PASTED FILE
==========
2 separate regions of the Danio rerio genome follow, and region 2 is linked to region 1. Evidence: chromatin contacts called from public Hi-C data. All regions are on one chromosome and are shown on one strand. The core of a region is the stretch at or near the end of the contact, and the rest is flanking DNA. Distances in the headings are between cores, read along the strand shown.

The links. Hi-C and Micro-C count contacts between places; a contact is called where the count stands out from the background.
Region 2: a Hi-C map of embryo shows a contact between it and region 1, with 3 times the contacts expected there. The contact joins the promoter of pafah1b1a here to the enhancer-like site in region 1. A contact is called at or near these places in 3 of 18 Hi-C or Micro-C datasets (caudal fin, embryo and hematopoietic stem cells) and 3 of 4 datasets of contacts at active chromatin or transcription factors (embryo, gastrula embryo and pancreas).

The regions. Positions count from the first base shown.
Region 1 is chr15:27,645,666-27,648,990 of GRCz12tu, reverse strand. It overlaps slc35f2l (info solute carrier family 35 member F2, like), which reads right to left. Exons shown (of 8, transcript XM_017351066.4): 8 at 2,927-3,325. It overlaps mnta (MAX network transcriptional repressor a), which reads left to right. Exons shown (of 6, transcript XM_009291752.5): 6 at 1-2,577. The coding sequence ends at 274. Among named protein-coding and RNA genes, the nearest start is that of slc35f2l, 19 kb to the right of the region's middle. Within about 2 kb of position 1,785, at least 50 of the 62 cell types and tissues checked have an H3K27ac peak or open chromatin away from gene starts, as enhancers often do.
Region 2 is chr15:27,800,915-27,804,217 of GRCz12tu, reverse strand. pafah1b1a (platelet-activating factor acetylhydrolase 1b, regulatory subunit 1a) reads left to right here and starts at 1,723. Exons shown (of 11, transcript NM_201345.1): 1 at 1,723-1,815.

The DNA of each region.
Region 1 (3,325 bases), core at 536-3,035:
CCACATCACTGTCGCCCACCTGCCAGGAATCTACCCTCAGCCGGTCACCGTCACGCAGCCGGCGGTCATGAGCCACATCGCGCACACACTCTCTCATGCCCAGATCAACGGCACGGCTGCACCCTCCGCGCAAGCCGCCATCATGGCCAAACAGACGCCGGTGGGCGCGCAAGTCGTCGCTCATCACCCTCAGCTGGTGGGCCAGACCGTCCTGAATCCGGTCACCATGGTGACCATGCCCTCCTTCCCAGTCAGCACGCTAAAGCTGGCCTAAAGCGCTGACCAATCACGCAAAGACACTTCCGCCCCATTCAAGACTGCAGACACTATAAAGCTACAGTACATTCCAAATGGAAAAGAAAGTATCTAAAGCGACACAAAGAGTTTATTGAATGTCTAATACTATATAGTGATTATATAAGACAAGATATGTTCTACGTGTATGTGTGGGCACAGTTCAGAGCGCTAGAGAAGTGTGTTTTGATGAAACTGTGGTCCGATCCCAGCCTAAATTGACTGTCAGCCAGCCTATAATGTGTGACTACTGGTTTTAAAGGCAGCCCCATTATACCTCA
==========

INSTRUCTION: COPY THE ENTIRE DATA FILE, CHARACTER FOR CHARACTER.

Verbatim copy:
2 separate regions of the Danio rerio genome follow, and region 2 is linked to region 1. Evidence: chromatin contacts called from public Hi-C data. All regions are on one chromosome and are shown on one strand. The core of a region is the stretch at or near the end of the contact, and the rest is flanking DNA. Distances in the headings are between cores, read along the strand shown.

The links. Hi-C and Micro-C count contacts between places; a contact is called where the count stands out from the background.
Region 2: a Hi-C map of embryo shows a contact between it and region 1, with 3 times the contacts expected there. The contact joins the promoter of pafah1b1a here to the enhancer-like site in region 1. A contact is called at or near these places in 3 of 18 Hi-C or Micro-C datasets (caudal fin, embryo and hematopoietic stem cells) and 3 of 4 datasets of contacts at active chromatin or transcription factors (embryo, gastrula embryo and pancreas).

The regions. Positions count from the first base shown.
Region 1 is chr15:27,645,666-27,648,990 of GRCz12tu, reverse strand. It overlaps slc35f2l (info solute carrier family 35 member F2, like), which reads right to left. Exons shown (of 8, transcript XM_017351066.4): 8 at 2,927-3,325. It overlaps mnta (MAX network transcriptional repressor a), which reads left to right. Exons shown (of 6, transcript XM_009291752.5): 6 at 1-2,577. The coding sequence ends at 274. Among named protein-coding and RNA genes, the nearest start is that of slc35f2l, 19 kb to the right of the region's middle. Within about 2 kb of position 1,785, at least 50 of the 62 cell types and tissues checked have an H3K27ac peak or open chromatin away from gene starts, as enhancers often do.
Region 2 is chr15:27,800,915-27,804,217 of GRCz12tu, reverse strand. pafah1b1a (platelet-activating factor acetylhydrolase 1b, regulatory subunit 1a) reads left to right here and starts at 1,723. Exons shown (of 11, transcript NM_201345.1): 1 at 1,723-1,815.

The DNA of each region.
Region 1 (3,325 bases), core at 536-3,035:
CCACATCACTGTCGCCCACCTGCCAGGAATCTACCCTCAGCCGGTCACCGTCACGCAGCCGGCGGTCATGAGCCACATCGCGCACACACTCTCTCATGCCCAGATCAACGGCACGGCTGCACCCTCCGCGCAAGCCGCCATCATGGCCAAACAGACGCCGGTGGGCGCGCAAGTCGTCGCTCATCACCCTCAGCTGGTGGGCCAGACCGTCCTGAATCCGGTCACCATGGTGACCATGCCCTCCTTCCCAGTCAGCACGCTAAAGCTGGCCTAAAGCGCTGACCAATCACGCAAAGACACTTCCGCCCCATTCAAGACTGCAGACACTATAAAGCTACAGTACATTCCAAATGGAAAAGAAAGTATCTAAAGCGACACAAAGAGTTTATTGAATGTCTAATACTATATAGTGATTATATAAGACAAGATATGTTCTACGTGTATGTGTGGGCACAGTTCAGAGCGCTAGAGAAGTGTGTTTTGATGAAACTGTGGTCCGATCCCAGCCTAAATTGACTGTCAGCCAGCCTATAATGTGTGACTACTGGTTTTAAAGGCAGCCCCATTATACCTCA